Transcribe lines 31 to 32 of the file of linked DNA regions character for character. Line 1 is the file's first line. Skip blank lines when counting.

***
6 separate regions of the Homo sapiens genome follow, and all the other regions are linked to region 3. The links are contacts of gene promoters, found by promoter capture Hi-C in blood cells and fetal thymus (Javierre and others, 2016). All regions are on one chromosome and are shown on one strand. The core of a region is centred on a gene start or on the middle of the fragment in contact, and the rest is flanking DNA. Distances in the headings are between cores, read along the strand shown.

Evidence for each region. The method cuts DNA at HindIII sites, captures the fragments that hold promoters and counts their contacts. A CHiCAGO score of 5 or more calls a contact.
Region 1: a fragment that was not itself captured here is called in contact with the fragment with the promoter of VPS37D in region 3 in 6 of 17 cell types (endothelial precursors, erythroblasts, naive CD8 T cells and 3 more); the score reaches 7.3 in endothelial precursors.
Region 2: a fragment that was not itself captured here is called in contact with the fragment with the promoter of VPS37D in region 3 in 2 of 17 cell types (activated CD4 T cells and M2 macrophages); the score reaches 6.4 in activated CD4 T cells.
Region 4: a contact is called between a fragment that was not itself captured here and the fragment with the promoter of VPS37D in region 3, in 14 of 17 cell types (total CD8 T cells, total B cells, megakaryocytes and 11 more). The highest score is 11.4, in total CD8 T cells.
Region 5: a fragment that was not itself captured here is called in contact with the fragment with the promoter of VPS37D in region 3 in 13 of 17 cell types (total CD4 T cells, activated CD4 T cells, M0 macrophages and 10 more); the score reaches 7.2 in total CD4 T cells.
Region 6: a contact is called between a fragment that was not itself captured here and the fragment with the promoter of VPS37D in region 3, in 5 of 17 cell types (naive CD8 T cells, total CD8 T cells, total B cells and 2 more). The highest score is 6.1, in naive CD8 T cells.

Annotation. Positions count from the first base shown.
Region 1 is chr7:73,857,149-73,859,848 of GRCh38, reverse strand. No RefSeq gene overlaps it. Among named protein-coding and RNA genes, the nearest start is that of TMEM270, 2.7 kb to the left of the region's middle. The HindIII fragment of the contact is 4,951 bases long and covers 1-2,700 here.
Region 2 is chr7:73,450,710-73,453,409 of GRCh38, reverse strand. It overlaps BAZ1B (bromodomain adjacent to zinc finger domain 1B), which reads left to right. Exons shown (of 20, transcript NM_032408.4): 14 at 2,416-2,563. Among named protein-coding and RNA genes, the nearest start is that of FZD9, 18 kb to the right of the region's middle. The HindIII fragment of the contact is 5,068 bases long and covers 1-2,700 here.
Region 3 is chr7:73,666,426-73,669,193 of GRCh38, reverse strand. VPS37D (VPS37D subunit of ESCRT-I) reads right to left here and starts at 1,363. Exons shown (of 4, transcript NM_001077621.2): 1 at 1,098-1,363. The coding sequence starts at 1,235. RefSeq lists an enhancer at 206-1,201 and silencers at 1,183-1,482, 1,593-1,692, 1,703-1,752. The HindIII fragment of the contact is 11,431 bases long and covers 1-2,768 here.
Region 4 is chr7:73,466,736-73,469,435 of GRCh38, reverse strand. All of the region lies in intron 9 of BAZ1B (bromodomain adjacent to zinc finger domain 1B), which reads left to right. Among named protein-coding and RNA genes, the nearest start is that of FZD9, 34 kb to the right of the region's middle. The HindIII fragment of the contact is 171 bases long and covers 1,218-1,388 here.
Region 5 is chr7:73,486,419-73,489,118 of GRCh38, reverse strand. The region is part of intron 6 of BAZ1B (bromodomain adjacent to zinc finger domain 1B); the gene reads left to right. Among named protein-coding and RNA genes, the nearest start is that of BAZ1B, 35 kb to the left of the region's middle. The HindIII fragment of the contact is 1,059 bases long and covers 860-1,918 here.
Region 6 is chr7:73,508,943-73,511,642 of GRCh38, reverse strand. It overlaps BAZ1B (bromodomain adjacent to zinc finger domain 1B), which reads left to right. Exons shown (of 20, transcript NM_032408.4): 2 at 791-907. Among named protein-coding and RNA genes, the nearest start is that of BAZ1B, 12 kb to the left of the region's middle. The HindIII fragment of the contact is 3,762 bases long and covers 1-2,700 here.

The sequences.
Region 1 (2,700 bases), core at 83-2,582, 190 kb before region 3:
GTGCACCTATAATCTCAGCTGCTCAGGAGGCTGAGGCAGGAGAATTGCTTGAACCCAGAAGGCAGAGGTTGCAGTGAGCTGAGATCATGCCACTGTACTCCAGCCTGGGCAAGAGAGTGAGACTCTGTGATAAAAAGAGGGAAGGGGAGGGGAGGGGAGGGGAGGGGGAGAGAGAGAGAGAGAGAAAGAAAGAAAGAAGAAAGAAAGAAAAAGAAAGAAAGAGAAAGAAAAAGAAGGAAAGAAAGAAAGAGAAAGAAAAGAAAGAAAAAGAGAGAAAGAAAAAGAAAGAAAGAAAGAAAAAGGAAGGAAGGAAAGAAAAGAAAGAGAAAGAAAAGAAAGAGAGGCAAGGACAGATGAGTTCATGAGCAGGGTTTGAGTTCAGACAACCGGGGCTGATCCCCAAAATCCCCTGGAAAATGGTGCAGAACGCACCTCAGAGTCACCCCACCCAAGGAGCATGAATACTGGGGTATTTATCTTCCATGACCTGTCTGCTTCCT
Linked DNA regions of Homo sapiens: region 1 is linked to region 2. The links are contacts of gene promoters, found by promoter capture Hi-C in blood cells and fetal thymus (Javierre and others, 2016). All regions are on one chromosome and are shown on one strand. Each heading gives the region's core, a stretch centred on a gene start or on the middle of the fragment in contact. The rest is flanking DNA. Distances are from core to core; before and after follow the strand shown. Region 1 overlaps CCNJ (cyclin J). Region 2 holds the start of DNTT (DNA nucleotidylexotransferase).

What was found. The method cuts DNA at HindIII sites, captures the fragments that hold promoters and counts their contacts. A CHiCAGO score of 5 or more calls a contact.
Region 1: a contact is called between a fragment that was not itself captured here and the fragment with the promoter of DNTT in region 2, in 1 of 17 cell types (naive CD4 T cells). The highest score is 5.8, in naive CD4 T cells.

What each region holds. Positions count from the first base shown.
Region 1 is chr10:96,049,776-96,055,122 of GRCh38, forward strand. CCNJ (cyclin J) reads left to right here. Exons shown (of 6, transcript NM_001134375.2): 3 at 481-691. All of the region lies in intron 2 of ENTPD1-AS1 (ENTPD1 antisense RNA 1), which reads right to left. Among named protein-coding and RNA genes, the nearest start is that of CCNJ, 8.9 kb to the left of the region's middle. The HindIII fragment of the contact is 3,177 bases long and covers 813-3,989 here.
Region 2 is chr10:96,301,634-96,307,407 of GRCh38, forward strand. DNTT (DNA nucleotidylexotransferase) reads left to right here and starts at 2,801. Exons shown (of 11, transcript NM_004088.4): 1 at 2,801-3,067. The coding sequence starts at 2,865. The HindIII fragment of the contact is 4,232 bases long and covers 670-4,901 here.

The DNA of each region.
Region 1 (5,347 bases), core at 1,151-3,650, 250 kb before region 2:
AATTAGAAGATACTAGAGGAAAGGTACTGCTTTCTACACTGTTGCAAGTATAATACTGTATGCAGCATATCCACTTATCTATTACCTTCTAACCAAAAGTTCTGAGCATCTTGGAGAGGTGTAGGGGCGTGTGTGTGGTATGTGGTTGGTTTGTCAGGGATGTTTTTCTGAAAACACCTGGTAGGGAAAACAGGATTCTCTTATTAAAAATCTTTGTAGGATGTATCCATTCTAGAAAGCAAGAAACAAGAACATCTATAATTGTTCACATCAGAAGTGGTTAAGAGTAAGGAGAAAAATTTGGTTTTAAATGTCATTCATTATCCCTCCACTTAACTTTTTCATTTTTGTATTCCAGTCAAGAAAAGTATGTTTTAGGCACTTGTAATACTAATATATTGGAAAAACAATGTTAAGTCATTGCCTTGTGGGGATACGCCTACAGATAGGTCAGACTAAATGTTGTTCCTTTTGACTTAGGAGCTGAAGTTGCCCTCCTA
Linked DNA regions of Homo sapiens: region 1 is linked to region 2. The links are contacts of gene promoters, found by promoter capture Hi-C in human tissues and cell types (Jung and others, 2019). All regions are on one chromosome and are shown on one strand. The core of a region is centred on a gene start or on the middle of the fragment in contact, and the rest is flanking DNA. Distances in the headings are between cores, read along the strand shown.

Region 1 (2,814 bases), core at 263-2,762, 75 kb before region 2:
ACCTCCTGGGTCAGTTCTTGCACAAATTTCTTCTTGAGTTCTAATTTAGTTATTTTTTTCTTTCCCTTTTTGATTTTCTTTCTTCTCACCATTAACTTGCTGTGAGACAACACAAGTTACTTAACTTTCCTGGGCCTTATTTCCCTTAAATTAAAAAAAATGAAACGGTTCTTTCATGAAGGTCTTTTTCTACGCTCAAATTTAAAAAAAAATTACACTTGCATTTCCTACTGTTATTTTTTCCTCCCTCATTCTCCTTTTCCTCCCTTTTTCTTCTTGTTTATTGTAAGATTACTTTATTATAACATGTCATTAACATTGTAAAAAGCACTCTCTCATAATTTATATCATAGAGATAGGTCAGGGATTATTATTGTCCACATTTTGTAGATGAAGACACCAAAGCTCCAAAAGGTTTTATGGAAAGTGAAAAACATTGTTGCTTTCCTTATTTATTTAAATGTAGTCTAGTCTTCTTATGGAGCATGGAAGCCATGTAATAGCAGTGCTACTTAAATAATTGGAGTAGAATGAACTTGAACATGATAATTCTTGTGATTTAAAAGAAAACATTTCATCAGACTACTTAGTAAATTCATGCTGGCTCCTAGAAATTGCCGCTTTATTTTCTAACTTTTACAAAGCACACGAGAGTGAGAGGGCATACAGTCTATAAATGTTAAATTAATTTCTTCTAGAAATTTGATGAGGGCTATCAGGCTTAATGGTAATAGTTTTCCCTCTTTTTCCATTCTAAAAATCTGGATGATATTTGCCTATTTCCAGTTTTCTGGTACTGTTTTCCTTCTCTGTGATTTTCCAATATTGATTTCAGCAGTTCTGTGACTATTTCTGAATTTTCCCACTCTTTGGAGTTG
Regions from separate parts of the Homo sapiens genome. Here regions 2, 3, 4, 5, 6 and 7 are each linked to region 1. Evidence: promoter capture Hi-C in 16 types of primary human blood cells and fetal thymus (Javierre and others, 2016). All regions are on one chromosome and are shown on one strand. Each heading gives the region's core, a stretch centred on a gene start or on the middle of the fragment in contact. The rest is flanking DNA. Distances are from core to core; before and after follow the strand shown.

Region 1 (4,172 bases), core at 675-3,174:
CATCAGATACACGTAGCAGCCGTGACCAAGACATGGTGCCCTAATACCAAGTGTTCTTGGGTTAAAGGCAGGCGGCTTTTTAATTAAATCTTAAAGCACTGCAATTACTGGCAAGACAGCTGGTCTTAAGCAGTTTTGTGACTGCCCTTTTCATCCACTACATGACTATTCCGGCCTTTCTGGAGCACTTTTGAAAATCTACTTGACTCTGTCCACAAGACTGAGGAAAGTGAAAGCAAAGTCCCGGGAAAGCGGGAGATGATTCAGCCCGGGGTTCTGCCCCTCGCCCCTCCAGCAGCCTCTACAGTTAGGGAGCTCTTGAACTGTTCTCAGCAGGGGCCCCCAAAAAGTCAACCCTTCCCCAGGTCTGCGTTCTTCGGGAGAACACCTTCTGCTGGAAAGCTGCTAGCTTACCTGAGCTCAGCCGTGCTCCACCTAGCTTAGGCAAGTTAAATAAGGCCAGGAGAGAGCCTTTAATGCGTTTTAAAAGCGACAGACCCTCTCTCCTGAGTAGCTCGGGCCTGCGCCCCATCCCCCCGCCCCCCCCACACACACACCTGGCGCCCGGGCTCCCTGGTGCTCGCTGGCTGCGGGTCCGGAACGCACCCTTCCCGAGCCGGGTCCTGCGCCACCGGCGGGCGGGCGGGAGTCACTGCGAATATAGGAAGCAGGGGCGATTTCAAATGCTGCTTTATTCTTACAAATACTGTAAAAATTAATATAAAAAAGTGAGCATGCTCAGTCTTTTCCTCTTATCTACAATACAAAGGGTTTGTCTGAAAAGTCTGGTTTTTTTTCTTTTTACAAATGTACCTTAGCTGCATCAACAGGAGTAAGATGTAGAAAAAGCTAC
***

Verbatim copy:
Region 1 (4,172 bases), core at 675-3,174:
CATCAGATACACGTAGCAGCCGTGACCAAGACATGGTGCCCTAATACCAAGTGTTCTTGGGTTAAAGGCAGGCGGCTTTTTAATTAAATCTTAAAGCACTGCAATTACTGGCAAGACAGCTGGTCTTAAGCAGTTTTGTGACTGCCCTTTTCATCCACTACATGACTATTCCGGCCTTTCTGGAGCACTTTTGAAAATCTACTTGACTCTGTCCACAAGACTGAGGAAAGTGAAAGCAAAGTCCCGGGAAAGCGGGAGATGATTCAGCCCGGGGTTCTGCCCCTCGCCCCTCCAGCAGCCTCTACAGTTAGGGAGCTCTTGAACTGTTCTCAGCAGGGGCCCCCAAAAAGTCAACCCTTCCCCAGGTCTGCGTTCTTCGGGAGAACACCTTCTGCTGGAAAGCTGCTAGCTTACCTGAGCTCAGCCGTGCTCCACCTAGCTTAGGCAAGTTAAATAAGGCCAGGAGAGAGCCTTTAATGCGTTTTAAAAGCGACAGACCCTCTCTCCTGAGTAGCTCGGGCCTGCGCCCCATCCCCCCGCCCCCCCCACACACACACCTGGCGCCCGGGCTCCCTGGTGCTCGCTGGCTGCGGGTCCGGAACGCACCCTTCCCGAGCCGGGTCCTGCGCCACCGGCGGGCGGGCGGGAGTCACTGCGAATATAGGAAGCAGGGGCGATTTCAAATGCTGCTTTATTCTTACAAATACTGTAAAAATTAATATAAAAAAGTGAGCATGCTCAGTCTTTTCCTCTTATCTACAATACAAAGGGTTTGTCTGAAAAGTCTGGTTTTTTTTCTTTTTACAAATGTACCTTAGCTGCATCAACAGGAGTAAGATGTAGAAAAAGCTAC